Its already been almost three weeks, but I am still under the trance induced by this year's edition of Teknival. Three days in nature, surrounded by music, all day, all night, no rules and no constraints, but the ones of survival, co-operation and community.
Before the Teknival, I knew little about the DIY / non-corporate techno scene. Like most common mortals, in my opinion, raves are events like Cream and Celebration, for which I would have to fork a full week of salary for the entrance, and after which I wouldn't be able to work for a full week. True, a few years ago, I had friends going to secret warehouse raves; but I haven't heard of one of those in Montreal for a while now.
So I rightfully assumed that techno is now a game for the big players. Yop, I would now need a few hundred bucks to buy a raver "costume" and another few hundred to get me a rave ticket. Now, if the people that get my money cause of my futile attempts to follow a "rebellious" movement are not big players, then I really don't know what they are.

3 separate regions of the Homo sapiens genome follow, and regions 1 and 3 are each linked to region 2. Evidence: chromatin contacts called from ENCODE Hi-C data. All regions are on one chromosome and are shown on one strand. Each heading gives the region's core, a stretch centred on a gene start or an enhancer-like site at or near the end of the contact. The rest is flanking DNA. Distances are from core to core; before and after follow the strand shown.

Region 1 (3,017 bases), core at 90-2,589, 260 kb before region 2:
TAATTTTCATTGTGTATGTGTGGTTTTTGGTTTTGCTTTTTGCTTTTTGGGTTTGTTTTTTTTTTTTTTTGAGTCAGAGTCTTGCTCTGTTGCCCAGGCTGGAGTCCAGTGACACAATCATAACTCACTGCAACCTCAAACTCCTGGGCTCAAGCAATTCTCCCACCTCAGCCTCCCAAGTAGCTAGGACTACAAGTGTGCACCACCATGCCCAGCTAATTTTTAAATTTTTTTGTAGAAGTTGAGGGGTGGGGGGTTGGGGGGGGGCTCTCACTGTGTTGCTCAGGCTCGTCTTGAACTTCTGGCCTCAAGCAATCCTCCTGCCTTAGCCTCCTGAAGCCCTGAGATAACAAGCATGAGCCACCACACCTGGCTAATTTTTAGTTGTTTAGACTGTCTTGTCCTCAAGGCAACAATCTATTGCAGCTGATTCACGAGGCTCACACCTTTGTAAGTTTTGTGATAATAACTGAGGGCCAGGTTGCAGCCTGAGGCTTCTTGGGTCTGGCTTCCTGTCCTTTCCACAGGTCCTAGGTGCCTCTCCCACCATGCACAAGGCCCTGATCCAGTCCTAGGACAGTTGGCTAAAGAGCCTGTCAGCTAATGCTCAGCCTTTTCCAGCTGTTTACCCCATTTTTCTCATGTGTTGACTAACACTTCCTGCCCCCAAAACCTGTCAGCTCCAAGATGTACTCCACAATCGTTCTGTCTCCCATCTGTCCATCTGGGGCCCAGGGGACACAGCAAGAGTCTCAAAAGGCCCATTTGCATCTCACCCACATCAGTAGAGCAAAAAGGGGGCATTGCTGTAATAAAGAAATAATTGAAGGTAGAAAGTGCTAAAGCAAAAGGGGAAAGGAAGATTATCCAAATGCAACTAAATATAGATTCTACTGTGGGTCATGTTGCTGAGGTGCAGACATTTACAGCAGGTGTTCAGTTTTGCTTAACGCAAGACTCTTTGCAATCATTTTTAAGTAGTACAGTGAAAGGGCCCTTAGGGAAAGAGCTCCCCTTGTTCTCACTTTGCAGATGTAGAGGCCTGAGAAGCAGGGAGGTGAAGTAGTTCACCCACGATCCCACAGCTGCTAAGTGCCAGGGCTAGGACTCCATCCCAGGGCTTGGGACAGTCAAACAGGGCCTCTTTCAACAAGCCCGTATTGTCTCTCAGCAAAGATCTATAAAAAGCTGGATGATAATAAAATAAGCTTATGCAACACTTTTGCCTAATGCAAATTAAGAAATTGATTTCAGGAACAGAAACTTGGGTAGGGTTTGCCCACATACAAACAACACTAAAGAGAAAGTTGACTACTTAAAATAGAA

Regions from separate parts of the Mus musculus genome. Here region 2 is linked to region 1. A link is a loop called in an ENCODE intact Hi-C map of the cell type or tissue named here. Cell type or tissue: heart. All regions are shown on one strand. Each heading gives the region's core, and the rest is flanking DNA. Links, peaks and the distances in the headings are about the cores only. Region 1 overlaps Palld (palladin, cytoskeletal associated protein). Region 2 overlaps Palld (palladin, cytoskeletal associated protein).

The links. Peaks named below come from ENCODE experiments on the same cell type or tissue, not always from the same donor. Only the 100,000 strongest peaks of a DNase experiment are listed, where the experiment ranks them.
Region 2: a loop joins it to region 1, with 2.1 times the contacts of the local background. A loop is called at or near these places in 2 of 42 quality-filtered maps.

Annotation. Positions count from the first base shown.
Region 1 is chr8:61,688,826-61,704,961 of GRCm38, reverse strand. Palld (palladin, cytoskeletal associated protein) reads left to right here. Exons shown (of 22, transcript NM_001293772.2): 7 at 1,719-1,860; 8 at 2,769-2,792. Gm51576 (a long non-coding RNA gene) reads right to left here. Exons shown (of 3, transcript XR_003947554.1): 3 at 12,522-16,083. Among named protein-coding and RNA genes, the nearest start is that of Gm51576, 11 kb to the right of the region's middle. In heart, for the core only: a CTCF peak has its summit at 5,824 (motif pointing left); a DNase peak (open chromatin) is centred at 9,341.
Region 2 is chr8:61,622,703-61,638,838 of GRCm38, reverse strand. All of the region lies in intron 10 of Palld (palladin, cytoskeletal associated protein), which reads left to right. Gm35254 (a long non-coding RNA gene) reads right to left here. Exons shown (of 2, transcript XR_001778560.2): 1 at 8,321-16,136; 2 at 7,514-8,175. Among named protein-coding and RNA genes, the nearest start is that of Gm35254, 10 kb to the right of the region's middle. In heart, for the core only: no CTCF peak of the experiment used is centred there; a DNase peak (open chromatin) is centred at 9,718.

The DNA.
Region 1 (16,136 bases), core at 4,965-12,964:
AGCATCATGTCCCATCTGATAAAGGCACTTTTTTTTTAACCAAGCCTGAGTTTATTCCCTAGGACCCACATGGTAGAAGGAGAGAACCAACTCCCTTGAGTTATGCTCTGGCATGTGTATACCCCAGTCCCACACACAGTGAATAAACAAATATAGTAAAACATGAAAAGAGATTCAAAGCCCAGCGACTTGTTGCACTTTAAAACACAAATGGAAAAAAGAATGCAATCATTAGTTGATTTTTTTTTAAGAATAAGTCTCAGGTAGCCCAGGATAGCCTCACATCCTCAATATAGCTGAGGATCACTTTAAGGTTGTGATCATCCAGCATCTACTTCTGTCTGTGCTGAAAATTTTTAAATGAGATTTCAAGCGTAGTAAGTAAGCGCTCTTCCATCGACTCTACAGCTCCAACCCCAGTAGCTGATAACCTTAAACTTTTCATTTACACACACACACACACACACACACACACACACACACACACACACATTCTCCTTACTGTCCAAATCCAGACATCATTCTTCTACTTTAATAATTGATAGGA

I guess I was wrong, and I am damn happy that I was wrong. I discovered that techno is not all about big ass parties, which make the logistics of a Metallica show look like a joke. A small group of people in Toronto, known as FreeTekno, are all about free DIY parties. It's hard to describe what FreeTekno really is. The best way for you to get in on the action would be to check out their (very DIY) web site. Just a short quote would be good though: "(FreeTekno is a) number of unaffiliated individuals, committed to throwing free parties with diverse music and a DIY attitude".
So for three day, July 16-18, smack in the middle of the Ontarian forest, I joined a tribe, and lived in nature, dancing (when I had energy) to very tribal beats. People bathing naked in the nearby river, girls mud wrestling, naked again, neighbours helping you with fire and food. There was a definite feeling of going back to our roots as animals, symbiotically and directly dependant on nature and its caprices. Definitely not the same kind of feeling as going to a party at the Bell Center, and waiting ten minutes for water or the washrooms.
But the oddest feeling was that return to my primal roots was facilitated and accompanied by a music which was synthetic, computer generated, a pure product of modernism.
I will surely revisit this hidden world next year. Hopefully get involved and drag along a larger Montreal-Clubs tribe too.